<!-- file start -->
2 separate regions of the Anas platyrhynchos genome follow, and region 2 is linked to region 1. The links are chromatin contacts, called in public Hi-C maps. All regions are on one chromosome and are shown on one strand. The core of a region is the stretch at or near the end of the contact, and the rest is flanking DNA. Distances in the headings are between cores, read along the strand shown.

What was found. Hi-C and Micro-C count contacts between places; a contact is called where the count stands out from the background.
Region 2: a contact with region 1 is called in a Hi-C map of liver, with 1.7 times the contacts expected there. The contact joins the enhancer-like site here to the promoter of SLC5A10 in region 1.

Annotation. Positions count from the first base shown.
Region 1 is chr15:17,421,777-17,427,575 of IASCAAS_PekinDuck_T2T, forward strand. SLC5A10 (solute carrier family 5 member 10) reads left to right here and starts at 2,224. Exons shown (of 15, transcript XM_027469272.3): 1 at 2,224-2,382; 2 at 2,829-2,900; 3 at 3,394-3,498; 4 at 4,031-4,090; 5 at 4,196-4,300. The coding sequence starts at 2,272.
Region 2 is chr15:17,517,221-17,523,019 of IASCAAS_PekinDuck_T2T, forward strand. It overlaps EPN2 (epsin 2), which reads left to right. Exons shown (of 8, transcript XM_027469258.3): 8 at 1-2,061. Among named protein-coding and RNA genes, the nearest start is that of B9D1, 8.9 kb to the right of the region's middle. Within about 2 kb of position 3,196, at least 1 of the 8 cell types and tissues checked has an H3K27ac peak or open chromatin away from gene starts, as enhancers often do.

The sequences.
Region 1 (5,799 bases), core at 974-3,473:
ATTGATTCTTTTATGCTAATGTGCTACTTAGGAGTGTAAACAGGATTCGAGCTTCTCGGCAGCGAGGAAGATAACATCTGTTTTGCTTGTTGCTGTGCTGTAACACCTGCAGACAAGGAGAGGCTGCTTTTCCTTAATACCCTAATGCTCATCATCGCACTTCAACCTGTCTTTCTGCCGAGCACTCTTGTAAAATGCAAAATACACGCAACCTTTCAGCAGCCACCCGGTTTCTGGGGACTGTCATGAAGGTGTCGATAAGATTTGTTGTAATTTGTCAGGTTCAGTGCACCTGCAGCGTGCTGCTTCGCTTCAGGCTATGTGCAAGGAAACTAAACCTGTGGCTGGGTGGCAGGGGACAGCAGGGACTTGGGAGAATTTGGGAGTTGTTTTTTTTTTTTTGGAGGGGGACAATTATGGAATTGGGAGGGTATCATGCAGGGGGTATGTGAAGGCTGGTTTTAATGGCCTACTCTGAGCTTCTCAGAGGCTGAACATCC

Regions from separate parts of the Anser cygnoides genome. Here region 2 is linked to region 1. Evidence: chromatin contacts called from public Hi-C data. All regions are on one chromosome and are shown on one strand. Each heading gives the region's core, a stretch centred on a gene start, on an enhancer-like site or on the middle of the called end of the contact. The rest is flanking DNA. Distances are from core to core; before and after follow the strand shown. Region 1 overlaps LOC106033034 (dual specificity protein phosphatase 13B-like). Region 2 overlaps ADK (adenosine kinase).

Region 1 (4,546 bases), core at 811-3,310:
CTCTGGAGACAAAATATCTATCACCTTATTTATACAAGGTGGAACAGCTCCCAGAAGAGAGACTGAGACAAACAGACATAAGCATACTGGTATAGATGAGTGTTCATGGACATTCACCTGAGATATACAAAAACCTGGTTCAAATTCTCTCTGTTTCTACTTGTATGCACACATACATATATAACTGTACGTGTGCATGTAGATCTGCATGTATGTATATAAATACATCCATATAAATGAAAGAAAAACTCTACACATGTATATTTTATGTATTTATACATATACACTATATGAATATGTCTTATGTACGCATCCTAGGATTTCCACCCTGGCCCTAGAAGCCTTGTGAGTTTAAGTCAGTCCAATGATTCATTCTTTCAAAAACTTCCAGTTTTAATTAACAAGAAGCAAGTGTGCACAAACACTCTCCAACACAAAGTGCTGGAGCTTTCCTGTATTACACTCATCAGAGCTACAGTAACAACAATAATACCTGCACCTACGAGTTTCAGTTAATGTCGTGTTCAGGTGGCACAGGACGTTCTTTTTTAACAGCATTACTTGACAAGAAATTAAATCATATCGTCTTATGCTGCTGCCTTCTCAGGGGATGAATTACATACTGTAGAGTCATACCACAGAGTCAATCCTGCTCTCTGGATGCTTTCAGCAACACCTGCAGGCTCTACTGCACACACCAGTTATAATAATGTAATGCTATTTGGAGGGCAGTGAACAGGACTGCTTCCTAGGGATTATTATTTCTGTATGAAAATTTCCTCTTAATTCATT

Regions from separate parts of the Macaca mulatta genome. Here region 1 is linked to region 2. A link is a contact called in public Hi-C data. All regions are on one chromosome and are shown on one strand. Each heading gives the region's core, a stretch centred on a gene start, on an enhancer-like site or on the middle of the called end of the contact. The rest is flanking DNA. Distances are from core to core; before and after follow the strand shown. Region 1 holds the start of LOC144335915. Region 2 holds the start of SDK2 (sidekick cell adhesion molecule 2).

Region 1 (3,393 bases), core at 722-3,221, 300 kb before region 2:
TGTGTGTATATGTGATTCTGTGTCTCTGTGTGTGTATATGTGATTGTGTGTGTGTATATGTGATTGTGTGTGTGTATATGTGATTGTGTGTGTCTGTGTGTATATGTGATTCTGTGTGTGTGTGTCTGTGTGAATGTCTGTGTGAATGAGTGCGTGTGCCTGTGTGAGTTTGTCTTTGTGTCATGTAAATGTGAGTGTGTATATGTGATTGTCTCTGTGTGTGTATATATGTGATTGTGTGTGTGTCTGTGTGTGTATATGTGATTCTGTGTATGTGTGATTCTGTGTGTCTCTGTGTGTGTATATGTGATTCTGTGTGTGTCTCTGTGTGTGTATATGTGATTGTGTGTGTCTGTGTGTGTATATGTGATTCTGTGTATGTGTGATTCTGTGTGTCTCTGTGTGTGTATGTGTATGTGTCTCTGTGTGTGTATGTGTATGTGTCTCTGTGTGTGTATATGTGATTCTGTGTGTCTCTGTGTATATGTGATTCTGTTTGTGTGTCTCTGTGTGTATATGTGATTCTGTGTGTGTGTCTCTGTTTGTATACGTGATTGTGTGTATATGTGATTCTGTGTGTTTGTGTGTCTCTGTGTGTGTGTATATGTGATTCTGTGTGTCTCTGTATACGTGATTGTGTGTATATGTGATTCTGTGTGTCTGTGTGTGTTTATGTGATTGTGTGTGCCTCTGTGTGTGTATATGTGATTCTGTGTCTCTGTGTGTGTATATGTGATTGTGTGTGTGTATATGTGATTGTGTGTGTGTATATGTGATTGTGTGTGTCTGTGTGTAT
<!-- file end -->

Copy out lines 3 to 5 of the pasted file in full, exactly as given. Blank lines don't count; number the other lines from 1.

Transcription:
Region 2: a contact with region 1 is called in a Hi-C map of liver, with 1.7 times the contacts expected there. The contact joins the enhancer-like site here to the promoter of SLC5A10 in region 1.

Annotation. Positions count from the first base shown.
Region 1 is chr15:17,421,777-17,427,575 of IASCAAS_PekinDuck_T2T, forward strand. SLC5A10 (solute carrier family 5 member 10) reads left to right here and starts at 2,224. Exons shown (of 15, transcript XM_027469272.3): 1 at 2,224-2,382; 2 at 2,829-2,900; 3 at 3,394-3,498; 4 at 4,031-4,090; 5 at 4,196-4,300. The coding sequence starts at 2,272.